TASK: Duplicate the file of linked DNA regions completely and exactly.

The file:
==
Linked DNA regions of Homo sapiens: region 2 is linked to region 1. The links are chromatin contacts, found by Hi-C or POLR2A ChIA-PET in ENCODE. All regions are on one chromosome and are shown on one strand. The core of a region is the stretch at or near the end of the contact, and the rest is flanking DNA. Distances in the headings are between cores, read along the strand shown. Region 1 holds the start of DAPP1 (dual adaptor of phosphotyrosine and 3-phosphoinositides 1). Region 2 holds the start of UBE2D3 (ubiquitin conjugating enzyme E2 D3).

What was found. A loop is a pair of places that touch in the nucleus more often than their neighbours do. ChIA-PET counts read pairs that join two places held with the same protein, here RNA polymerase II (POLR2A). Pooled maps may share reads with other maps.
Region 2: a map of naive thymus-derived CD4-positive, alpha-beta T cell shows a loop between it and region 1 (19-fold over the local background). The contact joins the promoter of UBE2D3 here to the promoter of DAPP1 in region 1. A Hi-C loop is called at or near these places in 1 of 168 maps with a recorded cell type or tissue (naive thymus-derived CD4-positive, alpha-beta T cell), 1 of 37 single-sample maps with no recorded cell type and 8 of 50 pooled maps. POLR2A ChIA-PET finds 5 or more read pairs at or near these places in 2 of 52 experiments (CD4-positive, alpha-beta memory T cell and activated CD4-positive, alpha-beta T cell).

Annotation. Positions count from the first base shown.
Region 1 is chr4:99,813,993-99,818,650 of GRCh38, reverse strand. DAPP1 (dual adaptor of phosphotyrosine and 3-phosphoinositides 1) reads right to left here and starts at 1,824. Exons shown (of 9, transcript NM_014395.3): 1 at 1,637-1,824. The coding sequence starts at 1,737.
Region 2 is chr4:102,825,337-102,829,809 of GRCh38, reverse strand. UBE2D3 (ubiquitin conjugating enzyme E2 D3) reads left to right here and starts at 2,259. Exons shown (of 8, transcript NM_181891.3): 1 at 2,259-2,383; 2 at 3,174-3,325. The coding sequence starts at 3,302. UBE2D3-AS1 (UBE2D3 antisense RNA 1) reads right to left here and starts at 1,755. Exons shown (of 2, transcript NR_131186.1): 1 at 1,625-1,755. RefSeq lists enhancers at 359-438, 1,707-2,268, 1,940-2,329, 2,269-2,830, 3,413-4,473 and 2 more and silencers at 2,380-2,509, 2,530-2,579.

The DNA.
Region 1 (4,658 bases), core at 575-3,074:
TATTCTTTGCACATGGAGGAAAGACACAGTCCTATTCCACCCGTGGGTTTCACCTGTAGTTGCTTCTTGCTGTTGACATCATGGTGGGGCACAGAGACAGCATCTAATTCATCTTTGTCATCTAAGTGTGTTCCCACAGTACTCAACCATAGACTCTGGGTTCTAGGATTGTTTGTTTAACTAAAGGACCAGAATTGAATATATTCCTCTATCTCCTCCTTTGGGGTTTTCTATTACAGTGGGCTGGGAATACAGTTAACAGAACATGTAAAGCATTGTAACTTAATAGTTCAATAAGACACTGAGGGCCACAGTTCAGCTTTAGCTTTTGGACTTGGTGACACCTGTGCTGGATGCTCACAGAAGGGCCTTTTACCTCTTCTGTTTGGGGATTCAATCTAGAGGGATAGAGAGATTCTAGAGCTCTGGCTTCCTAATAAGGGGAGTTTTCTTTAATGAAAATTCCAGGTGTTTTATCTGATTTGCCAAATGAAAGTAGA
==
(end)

Linked DNA regions of Homo sapiens: region 2 is linked to region 1. The links are chromatin contacts, found by Hi-C or POLR2A ChIA-PET in ENCODE. All regions are on one chromosome and are shown on one strand. The core of a region is the stretch at or near the end of the contact, and the rest is flanking DNA. Distances in the headings are between cores, read along the strand shown. Region 1 holds the start of DAPP1 (dual adaptor of phosphotyrosine and 3-phosphoinositides 1). Region 2 holds the start of UBE2D3 (ubiquitin conjugating enzyme E2 D3).

What was found. A loop is a pair of places that touch in the nucleus more often than their neighbours do. ChIA-PET counts read pairs that join two places held with the same protein, here RNA polymerase II (POLR2A). Pooled maps may share reads with other maps.
Region 2: a map of naive thymus-derived CD4-positive, alpha-beta T cell shows a loop between it and region 1 (19-fold over the local background). The contact joins the promoter of UBE2D3 here to the promoter of DAPP1 in region 1. A Hi-C loop is called at or near these places in 1 of 168 maps with a recorded cell type or tissue (naive thymus-derived CD4-positive, alpha-beta T cell), 1 of 37 single-sample maps with no recorded cell type and 8 of 50 pooled maps. POLR2A ChIA-PET finds 5 or more read pairs at or near these places in 2 of 52 experiments (CD4-positive, alpha-beta memory T cell and activated CD4-positive, alpha-beta T cell).

Annotation. Positions count from the first base shown.
Region 1 is chr4:99,813,993-99,818,650 of GRCh38, reverse strand. DAPP1 (dual adaptor of phosphotyrosine and 3-phosphoinositides 1) reads right to left here and starts at 1,824. Exons shown (of 9, transcript NM_014395.3): 1 at 1,637-1,824. The coding sequence starts at 1,737.
Region 2 is chr4:102,825,337-102,829,809 of GRCh38, reverse strand. UBE2D3 (ubiquitin conjugating enzyme E2 D3) reads left to right here and starts at 2,259. Exons shown (of 8, transcript NM_181891.3): 1 at 2,259-2,383; 2 at 3,174-3,325. The coding sequence starts at 3,302. UBE2D3-AS1 (UBE2D3 antisense RNA 1) reads right to left here and starts at 1,755. Exons shown (of 2, transcript NR_131186.1): 1 at 1,625-1,755. RefSeq lists enhancers at 359-438, 1,707-2,268, 1,940-2,329, 2,269-2,830, 3,413-4,473 and 2 more and silencers at 2,380-2,509, 2,530-2,579.

The DNA.
Region 1 (4,658 bases), core at 575-3,074:
TATTCTTTGCACATGGAGGAAAGACACAGTCCTATTCCACCCGTGGGTTTCACCTGTAGTTGCTTCTTGCTGTTGACATCATGGTGGGGCACAGAGACAGCATCTAATTCATCTTTGTCATCTAAGTGTGTTCCCACAGTACTCAACCATAGACTCTGGGTTCTAGGATTGTTTGTTTAACTAAAGGACCAGAATTGAATATATTCCTCTATCTCCTCCTTTGGGGTTTTCTATTACAGTGGGCTGGGAATACAGTTAACAGAACATGTAAAGCATTGTAACTTAATAGTTCAATAAGACACTGAGGGCCACAGTTCAGCTTTAGCTTTTGGACTTGGTGACACCTGTGCTGGATGCTCACAGAAGGGCCTTTTACCTCTTCTGTTTGGGGATTCAATCTAGAGGGATAGAGAGATTCTAGAGCTCTGGCTTCCTAATAAGGGGAGTTTTCTTTAATGAAAATTCCAGGTGTTTTATCTGATTTGCCAAATGAAAGTAGA